What is it?
The Qwik-Fill battery watering system
from Flow-Rite is a system of float valved water filling manifolds that replace your battery caps.
A few squeezes of a bulb type pump moves distilled water through the manifolds, filling each cell to it's optimal level.
Why do I need it?
The regular flooded cells delivered with most motorhomes and TTs require the periodic addition of distilled water to each cell to replace water that evaporated due to normal use or overcharging.
This is universally recommend by just about every flooded cell battery maker but unfortunately almost as universally ignored because it is such a chore, especially when multiple batteries are involved.
Failure to do this leads to low electrolyte levels which reduces output and capacity. The lower the power, the more deeply the battery is discharged, which severely reduces its life span.
To add insult to injury, the charger will see this reduced voltages as a signal to charge the battery. Unfortunately the proper voltage cannot be achieved so the charger will overcharge the battery which can effectively 'boil' more electrolyte off, which can rapidly kill the battery.
How much does it cost?
I have 4 house batteries so I ordered the following:
2X Flow-Rite MP-2000 Qwik-Fill 12V Double RV Battery Watering System @ $49.19 EA
1X Flow-Rite RV-2020 Hand Pump @ $18.03
The total cost with free shipping from RVUpgrades
Don't make the mistake of getting the Pro-Fill, those are for 6V batteries.
How is it installed?
Installation was incredibly easy. As you can probably guess from the first pic, I did it during a lull in our campground activities.
I was concerned that all the overlapping wires and battery straps would make installation difficult, but that was not the case. As per the instructions, make sure your batteries are topped off and charged before you start,
1) Flow-Rite recommends linking a maximum of 2 batteries to each fill point. Look at your setup and determine which routing is most efficient
2) Check to make sure that your barbs are oriented in the proper direction. They do not say it in the instructions but barbs can be relocated, as I intuited from the additional barbs they supplied.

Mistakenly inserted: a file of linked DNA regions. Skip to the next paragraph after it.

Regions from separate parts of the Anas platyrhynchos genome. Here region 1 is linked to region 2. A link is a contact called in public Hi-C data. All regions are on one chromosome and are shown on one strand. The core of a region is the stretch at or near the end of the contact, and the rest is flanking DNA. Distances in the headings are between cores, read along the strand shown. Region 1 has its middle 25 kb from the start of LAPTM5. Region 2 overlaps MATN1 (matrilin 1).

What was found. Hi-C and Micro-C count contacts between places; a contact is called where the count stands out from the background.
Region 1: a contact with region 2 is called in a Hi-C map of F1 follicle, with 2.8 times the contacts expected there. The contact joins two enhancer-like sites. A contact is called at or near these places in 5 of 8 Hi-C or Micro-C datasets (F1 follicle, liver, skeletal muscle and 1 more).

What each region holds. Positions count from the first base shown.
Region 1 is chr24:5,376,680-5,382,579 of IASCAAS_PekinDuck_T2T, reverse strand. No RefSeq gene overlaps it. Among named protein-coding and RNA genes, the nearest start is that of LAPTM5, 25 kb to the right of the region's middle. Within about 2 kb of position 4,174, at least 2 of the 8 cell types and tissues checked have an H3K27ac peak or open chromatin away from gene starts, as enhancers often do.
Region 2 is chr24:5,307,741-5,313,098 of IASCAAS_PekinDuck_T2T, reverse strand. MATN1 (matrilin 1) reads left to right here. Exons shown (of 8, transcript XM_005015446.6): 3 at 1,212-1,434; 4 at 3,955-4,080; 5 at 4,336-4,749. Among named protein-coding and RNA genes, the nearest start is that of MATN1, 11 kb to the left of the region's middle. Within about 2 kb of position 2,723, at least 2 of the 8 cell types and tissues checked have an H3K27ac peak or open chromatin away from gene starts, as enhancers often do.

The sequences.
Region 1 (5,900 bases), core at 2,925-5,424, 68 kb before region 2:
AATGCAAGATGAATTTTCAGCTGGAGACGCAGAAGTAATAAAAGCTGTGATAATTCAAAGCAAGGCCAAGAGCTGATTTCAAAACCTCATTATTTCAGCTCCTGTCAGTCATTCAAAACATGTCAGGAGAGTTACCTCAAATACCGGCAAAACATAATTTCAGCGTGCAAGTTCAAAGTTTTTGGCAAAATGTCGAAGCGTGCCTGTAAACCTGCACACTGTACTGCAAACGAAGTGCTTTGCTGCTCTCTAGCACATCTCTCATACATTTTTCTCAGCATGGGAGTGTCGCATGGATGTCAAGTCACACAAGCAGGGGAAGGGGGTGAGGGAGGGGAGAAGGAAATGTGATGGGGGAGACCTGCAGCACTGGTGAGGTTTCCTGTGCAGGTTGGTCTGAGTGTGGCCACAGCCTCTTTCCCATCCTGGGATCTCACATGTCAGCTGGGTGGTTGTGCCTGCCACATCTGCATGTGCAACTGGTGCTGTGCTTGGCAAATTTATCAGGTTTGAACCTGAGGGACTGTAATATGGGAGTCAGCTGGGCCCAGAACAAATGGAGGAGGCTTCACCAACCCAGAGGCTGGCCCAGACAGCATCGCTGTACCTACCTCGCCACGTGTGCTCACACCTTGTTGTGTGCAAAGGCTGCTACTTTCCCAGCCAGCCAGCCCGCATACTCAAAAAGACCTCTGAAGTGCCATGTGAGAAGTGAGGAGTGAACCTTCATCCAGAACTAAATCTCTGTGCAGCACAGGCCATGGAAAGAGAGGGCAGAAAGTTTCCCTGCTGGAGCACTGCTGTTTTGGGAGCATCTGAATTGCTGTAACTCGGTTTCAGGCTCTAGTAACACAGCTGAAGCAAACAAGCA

Caps are tougher to move. I used a a pair of close cutters to grab the plug where it meets the manifold body and gently pried it off. Use a very sharp pair and be careful not to cut or damage the cap. Below is a pic of a reconfigured module:
3) Now that your modules are ready to install, remove the caps of the battery you will be working on. Resist the temptation to remove them all to avoid dirt falling in.
Carefully pry off the cap and use a paper towel to wipe the surrounding area, making sure not to wipe debris into the cells. Get the module you planned for that bank and lower them in, then tap lightly with a hammer or mallet to properly seat them.
I used a piece of wood placed under the wires as a lever to move them out of the way when necessary. You may have to loosen a few to redirect the wires, especially at the end of the battery. I did this by very slightly loosening the post screw and tapping the connector with a wood stick to rotate it. I avoided sparks by keeping the screw relatively tight.
Once seated, everything will slide in place. You may have to come in at an angle due to the length of the valves. Once seated, they sit pretty low.
4) Now that your 2 first manifolds are in, take the black hose and cut a piece to join them. I went a tad longer so they would stay in place. Don't make it too long or the stress might dislodge the manifolds. Now cut pieces of the same length for each additional battery you need to install.
By the way, the instructions claim that the hoses are marked for length by battery group, but I could find no such markings.
5) When all the manifolds are plumbed together, its time to cut the clear hose to connect the batteries. If the batteries are far a part, cut the hose long enough to allow it to sag bellow the top of the battery.
Be sure you leave enough length for the fill hose to tuck under somewhere when filling is complete.
How well did it work?
Filling was a real joy. Flow-Rite uses very nice connectors that make attaching the bulb pump very easy. I lowered the other end into my distilled water jug and began pumping. When the cells are full, the floats in the manifolds close the valve. Once all the cells are filled, the bulb becomes hard and impossible to squeeze.
I was initially concerned with the amount of water added but I realized that the manifolds, lines, and cells themselves needed to be filled.
I not only wholeheartedly recommend this product, I believe it is an essential piece of equipment.